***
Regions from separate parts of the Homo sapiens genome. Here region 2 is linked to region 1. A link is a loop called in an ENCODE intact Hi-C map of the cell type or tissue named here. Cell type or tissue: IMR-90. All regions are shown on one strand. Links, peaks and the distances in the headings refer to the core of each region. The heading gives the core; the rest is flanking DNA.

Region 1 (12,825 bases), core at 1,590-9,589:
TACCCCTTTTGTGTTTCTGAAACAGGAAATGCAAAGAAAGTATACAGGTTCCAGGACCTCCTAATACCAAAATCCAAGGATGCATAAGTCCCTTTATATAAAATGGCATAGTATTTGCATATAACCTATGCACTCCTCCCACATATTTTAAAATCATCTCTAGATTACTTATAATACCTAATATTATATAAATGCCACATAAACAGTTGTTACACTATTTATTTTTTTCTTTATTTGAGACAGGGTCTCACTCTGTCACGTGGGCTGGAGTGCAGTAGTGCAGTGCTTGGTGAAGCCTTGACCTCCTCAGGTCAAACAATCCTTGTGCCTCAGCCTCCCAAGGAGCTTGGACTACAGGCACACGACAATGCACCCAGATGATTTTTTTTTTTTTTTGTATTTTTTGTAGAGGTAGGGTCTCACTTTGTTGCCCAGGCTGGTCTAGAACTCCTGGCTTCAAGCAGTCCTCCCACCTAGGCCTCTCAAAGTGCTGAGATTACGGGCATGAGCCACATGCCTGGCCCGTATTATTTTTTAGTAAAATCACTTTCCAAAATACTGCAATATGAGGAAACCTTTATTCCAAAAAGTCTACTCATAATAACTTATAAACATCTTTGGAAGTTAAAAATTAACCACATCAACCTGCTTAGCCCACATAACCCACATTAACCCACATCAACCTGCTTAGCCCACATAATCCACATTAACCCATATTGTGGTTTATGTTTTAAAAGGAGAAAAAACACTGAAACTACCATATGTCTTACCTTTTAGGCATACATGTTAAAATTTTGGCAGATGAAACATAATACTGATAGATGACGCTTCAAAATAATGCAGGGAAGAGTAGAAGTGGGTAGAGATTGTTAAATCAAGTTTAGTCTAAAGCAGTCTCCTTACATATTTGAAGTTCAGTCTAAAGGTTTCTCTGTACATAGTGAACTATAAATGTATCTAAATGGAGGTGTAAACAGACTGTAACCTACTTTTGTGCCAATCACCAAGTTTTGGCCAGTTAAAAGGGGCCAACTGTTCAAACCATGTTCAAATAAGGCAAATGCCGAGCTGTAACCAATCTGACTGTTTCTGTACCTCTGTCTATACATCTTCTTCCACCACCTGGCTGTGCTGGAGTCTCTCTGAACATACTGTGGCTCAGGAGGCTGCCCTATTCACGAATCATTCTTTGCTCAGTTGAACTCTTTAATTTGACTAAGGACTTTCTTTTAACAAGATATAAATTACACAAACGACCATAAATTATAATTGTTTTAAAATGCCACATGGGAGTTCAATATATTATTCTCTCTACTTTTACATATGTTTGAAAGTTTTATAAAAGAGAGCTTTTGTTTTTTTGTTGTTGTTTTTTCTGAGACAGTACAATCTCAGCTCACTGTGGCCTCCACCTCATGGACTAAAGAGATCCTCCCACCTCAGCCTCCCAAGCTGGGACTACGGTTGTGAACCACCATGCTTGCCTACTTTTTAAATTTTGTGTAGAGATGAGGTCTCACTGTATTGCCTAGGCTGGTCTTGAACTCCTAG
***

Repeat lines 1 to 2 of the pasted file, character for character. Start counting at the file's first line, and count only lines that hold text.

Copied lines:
Regions from separate parts of the Homo sapiens genome. Here region 2 is linked to region 1. A link is a loop called in an ENCODE intact Hi-C map of the cell type or tissue named here. Cell type or tissue: IMR-90. All regions are shown on one strand. Links, peaks and the distances in the headings refer to the core of each region. The heading gives the core; the rest is flanking DNA.

Region 1 (12,825 bases), core at 1,590-9,589: